I am looking forward to next week.

    Reply

    • Brent Downey

      January 19, 2015 at 3:54 pm

      Thanks Joyce! I am glad that Admin Hero is a resource for your learning journey. Thanks for reading and good luck!

      Reply

  2. bhavani

    July 15, 2015 at 10:53 pm

    very good concepts

    but i feel indeapth knowledge require for beggnirs

    from sales force

    im a fresher for sales force need explntion some real time scnriors

    pls

    Reply

    • Brent Downey

      July 16, 2015 at 9:17 am

      Thanks for your comment. Follow the Zero to Hero series from start to finish and it will walk you through the basics of Salesforce. If you need additional scenarios to work through, think of other areas of your personal life that would benefit from using Salesforce and build it! Otherwise, you can check the Success Community for additional tips or tricks.

      Reply

      • ganga

        July 16, 2015 at 9:32 am

        thnk u for ur suggesion

        may i know wt type of jobs we may get after finishng admin part

        need full explantion about sales force history and y should we learn sales force than other technlogies

        Reply

  3. bhavani

    July 17, 2015 at 8:47 am

    can u expln relationships and page layouts

    Reply

    • Brent Downey

      July 21, 2015 at 4:29 pm

      That is covered in Chapter 3 of the Zero to Hero series. It goes into the basics of relationships and record types. The post is called “Hands-on With Page Layouts and Record Types.”

      Reply

  4. Lisa Silva

    September 9, 2015 at 3:28 pm

    ooops another typo…”There is no need for a customer to purchase Salesforce then go through an instillation process.” Methinks you meant, “installation”…if the other is a word…we’d be instilling values along the way…ha ha ha…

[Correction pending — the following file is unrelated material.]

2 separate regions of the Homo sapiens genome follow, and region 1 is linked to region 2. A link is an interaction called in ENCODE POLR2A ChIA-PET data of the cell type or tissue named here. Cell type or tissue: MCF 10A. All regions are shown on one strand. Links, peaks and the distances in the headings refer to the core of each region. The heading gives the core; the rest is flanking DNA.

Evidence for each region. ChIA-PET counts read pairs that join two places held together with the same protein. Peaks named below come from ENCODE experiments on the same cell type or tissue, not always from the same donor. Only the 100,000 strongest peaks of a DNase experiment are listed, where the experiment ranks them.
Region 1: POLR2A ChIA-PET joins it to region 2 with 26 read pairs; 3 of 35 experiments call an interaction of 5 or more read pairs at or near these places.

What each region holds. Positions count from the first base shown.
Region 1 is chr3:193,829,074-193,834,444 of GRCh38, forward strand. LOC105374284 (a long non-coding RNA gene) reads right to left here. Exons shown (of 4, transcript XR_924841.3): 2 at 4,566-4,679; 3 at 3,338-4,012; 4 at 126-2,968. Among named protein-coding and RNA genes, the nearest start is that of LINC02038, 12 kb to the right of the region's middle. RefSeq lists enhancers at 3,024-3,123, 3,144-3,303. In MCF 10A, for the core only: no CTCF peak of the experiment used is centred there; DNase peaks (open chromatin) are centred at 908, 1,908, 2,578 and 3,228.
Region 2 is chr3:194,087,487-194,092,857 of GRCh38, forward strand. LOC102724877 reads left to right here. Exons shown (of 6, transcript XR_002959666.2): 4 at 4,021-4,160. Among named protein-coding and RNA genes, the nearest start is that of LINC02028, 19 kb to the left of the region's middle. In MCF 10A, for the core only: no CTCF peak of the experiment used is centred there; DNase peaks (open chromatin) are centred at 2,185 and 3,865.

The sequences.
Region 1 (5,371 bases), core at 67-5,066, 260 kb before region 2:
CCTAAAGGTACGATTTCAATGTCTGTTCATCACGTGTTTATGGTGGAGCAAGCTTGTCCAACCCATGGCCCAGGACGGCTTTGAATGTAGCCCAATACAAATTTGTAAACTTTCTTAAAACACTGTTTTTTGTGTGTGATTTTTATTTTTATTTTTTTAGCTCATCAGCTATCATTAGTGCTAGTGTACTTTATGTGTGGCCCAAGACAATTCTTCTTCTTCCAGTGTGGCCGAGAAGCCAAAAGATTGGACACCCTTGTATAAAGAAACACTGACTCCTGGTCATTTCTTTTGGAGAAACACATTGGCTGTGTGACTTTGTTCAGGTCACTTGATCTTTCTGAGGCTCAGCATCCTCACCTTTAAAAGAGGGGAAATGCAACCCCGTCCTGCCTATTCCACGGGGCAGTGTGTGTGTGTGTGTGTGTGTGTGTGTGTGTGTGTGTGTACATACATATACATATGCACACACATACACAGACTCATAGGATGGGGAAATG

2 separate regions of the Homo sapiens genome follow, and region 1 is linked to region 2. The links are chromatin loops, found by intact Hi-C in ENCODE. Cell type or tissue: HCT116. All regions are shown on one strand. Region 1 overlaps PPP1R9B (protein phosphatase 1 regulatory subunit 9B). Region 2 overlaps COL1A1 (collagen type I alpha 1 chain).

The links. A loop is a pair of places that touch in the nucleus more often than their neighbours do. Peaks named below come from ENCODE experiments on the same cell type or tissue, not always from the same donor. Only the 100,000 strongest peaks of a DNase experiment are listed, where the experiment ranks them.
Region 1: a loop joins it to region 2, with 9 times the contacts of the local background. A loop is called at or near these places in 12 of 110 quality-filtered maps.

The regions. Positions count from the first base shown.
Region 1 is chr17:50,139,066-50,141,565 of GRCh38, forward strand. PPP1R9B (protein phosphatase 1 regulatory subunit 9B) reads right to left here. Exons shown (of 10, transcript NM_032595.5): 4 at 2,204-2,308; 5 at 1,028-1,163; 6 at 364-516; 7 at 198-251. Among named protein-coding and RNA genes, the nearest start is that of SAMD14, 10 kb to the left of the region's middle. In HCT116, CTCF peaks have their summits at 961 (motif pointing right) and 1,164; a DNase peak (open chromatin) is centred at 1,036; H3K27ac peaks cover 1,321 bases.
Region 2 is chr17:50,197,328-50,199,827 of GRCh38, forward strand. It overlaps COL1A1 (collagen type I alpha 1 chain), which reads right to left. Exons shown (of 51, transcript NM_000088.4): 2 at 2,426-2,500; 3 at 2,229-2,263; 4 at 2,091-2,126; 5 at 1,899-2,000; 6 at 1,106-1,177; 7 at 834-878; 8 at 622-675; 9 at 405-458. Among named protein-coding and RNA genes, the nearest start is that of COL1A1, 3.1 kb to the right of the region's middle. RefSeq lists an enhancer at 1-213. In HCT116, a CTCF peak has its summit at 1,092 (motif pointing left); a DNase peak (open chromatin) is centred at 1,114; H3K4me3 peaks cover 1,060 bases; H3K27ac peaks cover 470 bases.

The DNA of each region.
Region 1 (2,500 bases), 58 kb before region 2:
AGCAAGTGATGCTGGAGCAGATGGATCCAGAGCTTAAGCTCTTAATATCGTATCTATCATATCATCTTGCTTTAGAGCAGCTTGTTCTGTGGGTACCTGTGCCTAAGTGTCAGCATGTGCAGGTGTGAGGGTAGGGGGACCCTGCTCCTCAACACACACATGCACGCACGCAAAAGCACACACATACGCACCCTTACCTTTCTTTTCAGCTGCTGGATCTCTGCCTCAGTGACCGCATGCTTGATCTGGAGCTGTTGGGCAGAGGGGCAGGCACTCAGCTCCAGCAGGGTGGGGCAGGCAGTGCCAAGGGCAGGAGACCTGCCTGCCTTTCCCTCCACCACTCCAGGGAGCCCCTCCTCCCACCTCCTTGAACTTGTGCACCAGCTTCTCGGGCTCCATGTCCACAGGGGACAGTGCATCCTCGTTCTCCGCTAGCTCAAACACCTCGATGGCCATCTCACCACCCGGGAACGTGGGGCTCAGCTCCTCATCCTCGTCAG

Thanks again!! I really like your direct methods and analogies!! Lisa

    Reply

  5. Lisa Silva

    September 9, 2015 at 3:33 pm

    Brent— I hope these aren’t annoying, but helpful…” can deploy new functionality very quick.” the last word should be quickly.

    “API can connect Salesforce to your companies ERP or billing system.” should be, “…you company’s ERP or billing system.”

    Thanks again!! Lisa

    Reply

    • Brent Downey

      September 10, 2015 at 10:34 am

      Hey Lisa! Thanks for your sharp eye! I wish I had a copywriter but I have really awesome users who help me with that! I’ve made the updates. Thanks for reading; I’m super happy that it is helping! If you are coming to Dreamforce this year, don’t forget to track me down!

      Reply

  6. Udayakarthik

    February 24, 2017 at 7:03 pm

    was informative.thanks.

    Reply

Leave a Reply

Your email address will not be published. Required fields are marked *

Sponsors

Rollup Helper Ad photo Passage Tech Admin Hero Ad_zps9nqtyvvs.gif  photo Need Top Salesforce Consultant Now- 1_zpssntu5iqt.png